August 5th, 2010



This was a five-part series first broadcast on radio in 2007. I've seen a couple of other reviews on the web which were distinctly underwhelmed, but I rather enjoyed it. The title character is a museum attendant who gets swept into a search for the Lux Ater, the Book of Black Light, which will provide a link between string theory and alchemy, at the behest of 400-year-old alchemist Nikolai, who steps out of one of the paintings in the museum. Other incidental characters include Oneira's odious boyfriend who spends most of the sequence reduced to a bucket of water and able to communicate only by farting gurgles. There are some sophisticated jokes about philosophy and some nice one-liners.

The episode titles are 1) The Big Chill (featuring a mutating fridge), 2) Sleight of Mind, featuring the powers of the electric company, 3) A String of Time, featuring Philip K. Dick and Roger Bacon, 4) The Thing with Two Cappuccinos, with a horde of android baristas, and 5) Mind the Gap, where Oneira spends most of the episode talking to herself. I had not previously heard of the author, Robert Easby, or of either of the two leads, Lindsay Marshall as Oneira and Peter Marinka as Nikolai, but they all impressed me and I shall look out for them in future. Not quite as profound as perhaps it aspired to be, but I enjoyed it.
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One small step for woman

Dame Rosalind Marsden has been appointed as the next EU Special Representative for Sudan, and is the first woman ever to be appointed as an EUSR. The current 11 EUSRs are listed here, and the previous 23, with variable formatting, here. Oh well, 35th time lucky, eh?

August Books 3) Black Blade Blues, by J.A. Pitts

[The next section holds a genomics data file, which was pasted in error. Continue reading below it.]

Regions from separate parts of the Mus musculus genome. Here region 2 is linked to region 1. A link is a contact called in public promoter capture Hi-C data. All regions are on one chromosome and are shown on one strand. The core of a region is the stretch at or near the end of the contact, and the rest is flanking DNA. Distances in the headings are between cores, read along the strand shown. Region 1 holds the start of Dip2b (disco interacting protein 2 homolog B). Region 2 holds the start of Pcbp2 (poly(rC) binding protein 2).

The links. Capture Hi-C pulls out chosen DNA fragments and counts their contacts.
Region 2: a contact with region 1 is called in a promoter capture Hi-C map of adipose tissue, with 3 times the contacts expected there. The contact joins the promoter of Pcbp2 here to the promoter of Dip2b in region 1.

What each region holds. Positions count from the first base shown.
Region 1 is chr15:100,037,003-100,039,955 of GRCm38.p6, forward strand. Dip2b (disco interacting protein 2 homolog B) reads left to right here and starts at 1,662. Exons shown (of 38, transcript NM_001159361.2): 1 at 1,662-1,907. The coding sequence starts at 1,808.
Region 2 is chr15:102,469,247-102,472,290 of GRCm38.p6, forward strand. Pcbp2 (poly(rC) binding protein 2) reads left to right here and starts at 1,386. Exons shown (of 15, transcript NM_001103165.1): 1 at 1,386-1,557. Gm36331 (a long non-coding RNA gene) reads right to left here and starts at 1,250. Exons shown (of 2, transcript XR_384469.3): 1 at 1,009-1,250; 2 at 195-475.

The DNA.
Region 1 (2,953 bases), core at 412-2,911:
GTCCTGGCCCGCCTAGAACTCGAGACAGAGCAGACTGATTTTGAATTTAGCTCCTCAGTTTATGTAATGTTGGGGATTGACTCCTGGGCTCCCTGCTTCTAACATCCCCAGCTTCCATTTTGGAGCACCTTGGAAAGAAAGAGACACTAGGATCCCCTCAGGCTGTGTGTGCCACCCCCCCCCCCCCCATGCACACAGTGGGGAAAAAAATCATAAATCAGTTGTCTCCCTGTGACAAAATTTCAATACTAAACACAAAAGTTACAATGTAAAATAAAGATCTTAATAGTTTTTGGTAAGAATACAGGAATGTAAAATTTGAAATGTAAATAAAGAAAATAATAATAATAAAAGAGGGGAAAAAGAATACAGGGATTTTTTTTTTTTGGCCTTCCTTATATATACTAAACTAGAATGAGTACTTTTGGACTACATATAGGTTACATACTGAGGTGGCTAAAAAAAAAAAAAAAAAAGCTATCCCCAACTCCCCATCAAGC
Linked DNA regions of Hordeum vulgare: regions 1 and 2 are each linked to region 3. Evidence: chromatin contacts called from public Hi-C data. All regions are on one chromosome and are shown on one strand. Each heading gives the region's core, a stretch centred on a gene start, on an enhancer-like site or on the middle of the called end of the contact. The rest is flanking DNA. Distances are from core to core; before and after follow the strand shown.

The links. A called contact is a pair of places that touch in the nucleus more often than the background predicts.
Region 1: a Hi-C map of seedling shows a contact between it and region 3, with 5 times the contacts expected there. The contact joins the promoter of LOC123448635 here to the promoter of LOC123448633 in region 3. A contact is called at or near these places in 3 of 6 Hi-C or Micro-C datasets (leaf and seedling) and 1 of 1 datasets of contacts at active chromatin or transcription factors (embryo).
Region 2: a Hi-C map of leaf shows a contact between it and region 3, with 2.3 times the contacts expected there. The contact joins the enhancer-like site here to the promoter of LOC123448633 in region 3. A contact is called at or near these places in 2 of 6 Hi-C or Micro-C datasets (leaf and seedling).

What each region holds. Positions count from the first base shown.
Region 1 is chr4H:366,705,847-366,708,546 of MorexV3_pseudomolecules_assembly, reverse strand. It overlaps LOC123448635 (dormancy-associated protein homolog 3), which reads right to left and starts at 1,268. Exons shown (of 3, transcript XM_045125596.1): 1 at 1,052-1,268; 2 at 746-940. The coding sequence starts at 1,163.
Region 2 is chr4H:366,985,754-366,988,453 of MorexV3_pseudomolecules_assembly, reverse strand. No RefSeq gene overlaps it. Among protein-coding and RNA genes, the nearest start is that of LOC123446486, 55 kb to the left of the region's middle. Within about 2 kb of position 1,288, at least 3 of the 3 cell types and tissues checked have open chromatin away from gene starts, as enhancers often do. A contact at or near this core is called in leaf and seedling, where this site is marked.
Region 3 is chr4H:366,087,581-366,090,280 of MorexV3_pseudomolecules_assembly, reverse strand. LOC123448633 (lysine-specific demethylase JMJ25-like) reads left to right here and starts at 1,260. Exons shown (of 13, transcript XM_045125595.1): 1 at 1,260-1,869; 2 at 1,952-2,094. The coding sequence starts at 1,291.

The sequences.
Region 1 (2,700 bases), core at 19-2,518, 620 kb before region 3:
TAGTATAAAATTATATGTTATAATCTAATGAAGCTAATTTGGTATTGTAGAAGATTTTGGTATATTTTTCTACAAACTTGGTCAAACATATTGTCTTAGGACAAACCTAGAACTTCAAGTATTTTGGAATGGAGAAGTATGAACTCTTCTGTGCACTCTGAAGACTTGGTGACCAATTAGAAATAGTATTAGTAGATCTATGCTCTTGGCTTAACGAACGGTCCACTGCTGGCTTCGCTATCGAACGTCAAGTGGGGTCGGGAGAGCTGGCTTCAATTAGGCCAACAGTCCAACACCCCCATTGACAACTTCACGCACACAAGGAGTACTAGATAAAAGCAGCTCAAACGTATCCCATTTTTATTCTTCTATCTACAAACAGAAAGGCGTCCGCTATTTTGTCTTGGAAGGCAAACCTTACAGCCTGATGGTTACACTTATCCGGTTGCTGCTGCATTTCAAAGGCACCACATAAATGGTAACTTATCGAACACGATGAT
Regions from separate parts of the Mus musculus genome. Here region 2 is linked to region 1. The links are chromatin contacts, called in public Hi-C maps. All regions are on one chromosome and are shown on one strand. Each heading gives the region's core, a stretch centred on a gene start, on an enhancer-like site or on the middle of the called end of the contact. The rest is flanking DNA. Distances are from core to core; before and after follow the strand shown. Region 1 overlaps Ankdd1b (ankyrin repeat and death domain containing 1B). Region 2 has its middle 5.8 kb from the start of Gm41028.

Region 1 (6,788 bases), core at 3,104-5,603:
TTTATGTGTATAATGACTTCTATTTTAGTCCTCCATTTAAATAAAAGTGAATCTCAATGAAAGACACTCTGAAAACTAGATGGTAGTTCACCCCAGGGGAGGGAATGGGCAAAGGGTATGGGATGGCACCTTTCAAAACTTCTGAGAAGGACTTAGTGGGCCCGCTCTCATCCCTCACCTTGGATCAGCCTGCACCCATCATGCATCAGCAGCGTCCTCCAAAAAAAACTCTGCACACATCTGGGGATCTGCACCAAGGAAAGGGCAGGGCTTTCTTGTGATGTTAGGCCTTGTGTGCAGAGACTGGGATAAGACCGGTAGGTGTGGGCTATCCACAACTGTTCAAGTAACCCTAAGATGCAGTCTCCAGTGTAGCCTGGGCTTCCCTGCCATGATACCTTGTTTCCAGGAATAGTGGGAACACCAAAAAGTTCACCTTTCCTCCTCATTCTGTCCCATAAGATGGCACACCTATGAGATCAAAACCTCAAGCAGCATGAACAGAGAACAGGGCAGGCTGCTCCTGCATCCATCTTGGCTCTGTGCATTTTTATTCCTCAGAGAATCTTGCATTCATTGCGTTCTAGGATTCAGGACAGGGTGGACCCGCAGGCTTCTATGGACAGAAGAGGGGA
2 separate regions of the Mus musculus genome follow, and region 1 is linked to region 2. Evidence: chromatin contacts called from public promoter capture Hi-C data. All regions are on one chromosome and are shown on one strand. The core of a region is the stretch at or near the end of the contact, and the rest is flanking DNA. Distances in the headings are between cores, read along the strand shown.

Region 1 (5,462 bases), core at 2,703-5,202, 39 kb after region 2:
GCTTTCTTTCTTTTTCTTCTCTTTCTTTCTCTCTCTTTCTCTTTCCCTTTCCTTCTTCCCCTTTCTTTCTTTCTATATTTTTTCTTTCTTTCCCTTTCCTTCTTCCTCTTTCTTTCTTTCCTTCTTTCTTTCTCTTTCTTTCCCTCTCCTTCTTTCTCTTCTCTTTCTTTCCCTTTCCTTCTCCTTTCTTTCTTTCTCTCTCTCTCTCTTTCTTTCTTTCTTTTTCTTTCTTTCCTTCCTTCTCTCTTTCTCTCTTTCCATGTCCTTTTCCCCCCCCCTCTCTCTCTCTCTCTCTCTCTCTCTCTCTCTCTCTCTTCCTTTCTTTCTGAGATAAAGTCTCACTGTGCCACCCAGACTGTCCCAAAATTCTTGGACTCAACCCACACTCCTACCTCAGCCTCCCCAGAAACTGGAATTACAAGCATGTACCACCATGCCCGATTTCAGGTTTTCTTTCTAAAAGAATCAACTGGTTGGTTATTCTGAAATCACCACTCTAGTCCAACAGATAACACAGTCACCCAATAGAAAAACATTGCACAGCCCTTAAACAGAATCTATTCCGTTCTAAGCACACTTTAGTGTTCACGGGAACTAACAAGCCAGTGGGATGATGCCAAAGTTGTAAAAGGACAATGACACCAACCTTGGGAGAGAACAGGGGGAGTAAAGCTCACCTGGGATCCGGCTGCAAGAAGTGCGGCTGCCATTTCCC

Sarah Beauhall is a blacksmith living in modern Seattle, who is grappling a) with the fact that her favourite sword turns out to be a relic from the Norse mythos, pursued by dwarves and dragons, and b) with her own relationship with her girlfriend. It's not the first urban fantasy I've read set in the Pacific North-West - mizkit's Walker Papers series are also set there, though her central character is a police mechanic swept into a combination of Celtic and Native American myth. Oddly enough the last fiction I read outside my self-set reading lists was also sfnal, also set in Seattle, and also had a title whose first word was "Black".

Black Blade Blues is not terribly profound, and probably won't win any awards. But I thoroughly enjoyed it: Sarah getting to grips with the sword and Katie, and the dragon in pursuit of both, in the context of the Renaissance Faire / SCA subculture of the states of Washington and Oregon, makes a cracking good yarn, with groundwork laid for more books to come - which I will certainly try and get. If you're not sure if you like urban fantasy, this is not a bad place to start; if you do like it, you'll probably like this.